by T. Chaundy, rev. Karen Hunger Parshall

© Oxford University Press 2004 All rights reserved

**Elliott, Edwin Bailey** (1851-1937), mathematician, was born on 1 June 1851 at 35 Cornmarket Street, Oxford, the eldest son of Edwin Litchfield Elliott, shoemaker, and his wife, Matilda Bailey. He was educated at Magdalen College School, Oxford, and in 1869 went up to Magdalen College with a demyship. He graduated in 1873 after having earned first classes both in moderations (1872) and in the final school (1873). The following year, he won the senior university mathematical scholarship and was elected fellow and mathematical tutor of Queen's College. He held this post until 1892, when he was appointed the first Waynflete professor of pure mathematics, a chair that carried with it a fellowship at Magdalen College. He would hold both until his retirement as professor emeritus in 1921. From 1884 to 1893, he also served as a lecturer in mathematics at Corpus Christi College. On 29 June 1893 Charlotte Amelia Mawer *(d.* 1937), the daughter of John William Mawer, a hosier, married Elliott in an Anglican ceremony. The couple had no children and spent their married life in Oxford, principally at 4 Bardwell Road.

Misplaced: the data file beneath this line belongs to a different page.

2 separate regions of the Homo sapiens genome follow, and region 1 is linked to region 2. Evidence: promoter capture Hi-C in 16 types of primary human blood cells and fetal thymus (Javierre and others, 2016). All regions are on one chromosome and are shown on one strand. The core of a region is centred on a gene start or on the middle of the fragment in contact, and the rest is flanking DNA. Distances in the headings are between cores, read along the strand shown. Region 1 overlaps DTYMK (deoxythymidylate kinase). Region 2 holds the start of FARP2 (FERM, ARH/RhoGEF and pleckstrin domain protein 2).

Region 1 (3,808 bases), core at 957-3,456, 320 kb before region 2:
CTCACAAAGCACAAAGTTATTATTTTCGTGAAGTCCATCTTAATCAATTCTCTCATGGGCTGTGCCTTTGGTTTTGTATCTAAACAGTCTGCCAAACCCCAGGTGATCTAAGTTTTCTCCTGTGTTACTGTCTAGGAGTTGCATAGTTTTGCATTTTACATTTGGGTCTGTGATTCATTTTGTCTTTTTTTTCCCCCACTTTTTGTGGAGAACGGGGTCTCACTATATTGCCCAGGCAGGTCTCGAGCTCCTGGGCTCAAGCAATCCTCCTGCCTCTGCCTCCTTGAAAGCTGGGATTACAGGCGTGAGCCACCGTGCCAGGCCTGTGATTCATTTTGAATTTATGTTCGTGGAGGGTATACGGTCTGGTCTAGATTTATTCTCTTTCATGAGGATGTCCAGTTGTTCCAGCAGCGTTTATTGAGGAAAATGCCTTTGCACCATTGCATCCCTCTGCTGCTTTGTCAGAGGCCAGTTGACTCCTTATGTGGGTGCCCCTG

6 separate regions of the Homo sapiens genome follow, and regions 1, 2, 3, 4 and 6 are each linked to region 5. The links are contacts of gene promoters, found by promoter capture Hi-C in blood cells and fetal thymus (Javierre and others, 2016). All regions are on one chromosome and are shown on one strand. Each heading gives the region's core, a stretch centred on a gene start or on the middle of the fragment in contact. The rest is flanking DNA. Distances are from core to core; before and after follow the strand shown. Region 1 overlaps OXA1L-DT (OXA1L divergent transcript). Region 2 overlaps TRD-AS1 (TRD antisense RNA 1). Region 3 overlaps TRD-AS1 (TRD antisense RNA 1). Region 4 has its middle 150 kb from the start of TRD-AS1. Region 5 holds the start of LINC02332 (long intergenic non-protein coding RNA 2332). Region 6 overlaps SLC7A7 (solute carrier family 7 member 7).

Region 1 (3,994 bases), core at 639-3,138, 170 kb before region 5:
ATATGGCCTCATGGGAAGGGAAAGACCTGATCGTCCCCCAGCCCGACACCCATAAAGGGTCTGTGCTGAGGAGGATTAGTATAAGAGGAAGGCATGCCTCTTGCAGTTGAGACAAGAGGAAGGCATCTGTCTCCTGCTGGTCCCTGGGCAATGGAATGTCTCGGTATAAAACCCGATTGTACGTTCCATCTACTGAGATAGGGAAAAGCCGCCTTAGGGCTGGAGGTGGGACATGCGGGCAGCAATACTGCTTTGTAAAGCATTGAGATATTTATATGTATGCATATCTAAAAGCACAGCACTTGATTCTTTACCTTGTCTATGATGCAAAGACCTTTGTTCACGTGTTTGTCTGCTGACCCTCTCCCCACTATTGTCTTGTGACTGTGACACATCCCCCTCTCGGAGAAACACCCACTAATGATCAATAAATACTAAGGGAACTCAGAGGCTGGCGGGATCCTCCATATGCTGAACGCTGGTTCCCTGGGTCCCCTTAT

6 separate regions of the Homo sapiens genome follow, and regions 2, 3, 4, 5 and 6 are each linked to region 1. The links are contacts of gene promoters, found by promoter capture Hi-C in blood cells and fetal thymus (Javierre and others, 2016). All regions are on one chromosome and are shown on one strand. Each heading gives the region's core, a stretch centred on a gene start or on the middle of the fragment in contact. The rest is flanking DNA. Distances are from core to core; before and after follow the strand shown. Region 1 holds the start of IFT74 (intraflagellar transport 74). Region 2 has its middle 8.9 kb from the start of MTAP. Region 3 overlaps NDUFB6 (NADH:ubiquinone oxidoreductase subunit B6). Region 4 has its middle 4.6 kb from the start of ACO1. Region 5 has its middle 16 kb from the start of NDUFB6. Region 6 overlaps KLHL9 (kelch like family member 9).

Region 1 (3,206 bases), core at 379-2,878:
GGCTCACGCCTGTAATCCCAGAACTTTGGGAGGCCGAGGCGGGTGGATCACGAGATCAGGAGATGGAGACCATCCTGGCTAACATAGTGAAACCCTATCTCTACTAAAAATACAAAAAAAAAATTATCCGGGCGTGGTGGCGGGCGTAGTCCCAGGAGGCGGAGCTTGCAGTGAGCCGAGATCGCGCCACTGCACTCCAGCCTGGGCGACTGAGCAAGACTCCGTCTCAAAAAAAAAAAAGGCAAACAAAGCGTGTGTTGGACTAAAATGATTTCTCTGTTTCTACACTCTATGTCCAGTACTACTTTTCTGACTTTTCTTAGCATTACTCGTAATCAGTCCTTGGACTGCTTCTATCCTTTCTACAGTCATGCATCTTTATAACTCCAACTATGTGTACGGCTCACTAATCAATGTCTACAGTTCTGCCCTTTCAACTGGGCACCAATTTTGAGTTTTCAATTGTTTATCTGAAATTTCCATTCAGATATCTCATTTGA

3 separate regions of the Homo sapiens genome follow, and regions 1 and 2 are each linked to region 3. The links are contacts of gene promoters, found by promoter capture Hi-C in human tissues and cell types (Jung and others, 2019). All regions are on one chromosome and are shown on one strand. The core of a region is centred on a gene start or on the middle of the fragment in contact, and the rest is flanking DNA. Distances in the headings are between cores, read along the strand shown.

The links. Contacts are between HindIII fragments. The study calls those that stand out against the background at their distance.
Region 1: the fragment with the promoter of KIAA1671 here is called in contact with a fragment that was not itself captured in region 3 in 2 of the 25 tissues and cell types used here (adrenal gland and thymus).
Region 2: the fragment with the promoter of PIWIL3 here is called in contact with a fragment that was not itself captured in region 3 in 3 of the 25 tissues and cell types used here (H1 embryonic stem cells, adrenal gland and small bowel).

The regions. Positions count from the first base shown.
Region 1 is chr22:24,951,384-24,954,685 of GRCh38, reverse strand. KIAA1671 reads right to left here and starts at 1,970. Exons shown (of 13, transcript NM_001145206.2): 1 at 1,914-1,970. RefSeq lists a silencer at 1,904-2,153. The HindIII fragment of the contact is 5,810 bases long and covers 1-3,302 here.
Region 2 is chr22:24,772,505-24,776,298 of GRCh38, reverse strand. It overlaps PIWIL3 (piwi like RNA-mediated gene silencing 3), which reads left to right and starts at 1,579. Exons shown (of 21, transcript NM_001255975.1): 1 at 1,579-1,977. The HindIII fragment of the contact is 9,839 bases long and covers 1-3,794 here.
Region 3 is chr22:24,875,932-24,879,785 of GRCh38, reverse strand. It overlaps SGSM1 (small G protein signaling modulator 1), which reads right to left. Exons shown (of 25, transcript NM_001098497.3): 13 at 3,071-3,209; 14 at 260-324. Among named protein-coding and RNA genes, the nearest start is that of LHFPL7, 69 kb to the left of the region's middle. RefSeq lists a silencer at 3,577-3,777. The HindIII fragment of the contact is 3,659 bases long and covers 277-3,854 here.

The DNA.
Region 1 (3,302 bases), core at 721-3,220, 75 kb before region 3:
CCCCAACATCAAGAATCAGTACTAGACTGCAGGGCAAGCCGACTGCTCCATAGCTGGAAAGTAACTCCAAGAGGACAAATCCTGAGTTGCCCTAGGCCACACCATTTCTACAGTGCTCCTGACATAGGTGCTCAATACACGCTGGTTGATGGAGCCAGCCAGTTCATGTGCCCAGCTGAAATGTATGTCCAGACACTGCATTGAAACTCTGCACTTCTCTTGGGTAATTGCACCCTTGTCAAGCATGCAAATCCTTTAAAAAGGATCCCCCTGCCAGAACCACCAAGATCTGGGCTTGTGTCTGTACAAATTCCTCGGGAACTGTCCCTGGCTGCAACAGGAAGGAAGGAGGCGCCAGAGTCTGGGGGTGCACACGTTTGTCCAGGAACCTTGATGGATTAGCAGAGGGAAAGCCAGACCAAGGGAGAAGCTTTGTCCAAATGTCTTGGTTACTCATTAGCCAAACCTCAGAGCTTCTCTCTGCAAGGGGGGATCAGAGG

Elliott was an active member of the university and of the British mathematical communities. At Oxford he served as member of the hebdomadal council, visitor of the observatory, curator of the university chest, and delegate of the common university fund. His work with the last involved the influential task of appointing professors and lecturers at Oxford in fields that did not have permanent endowments. His opinion was also regularly sought on financial matters, where his strength lay more in exactness of detail than in boldness of conception. He put this talent to use in a broader civic context through his service as a trustee of the Oxford city charities and as a treasurer of the Oxford Eye Hospital. Beyond Oxford, Elliott played an active role in the London Mathematical Society, joining in 1875, serving on the organization's governing council, and assuming its presidency for the two-year term 1896-8. He was elected FRS in 1891.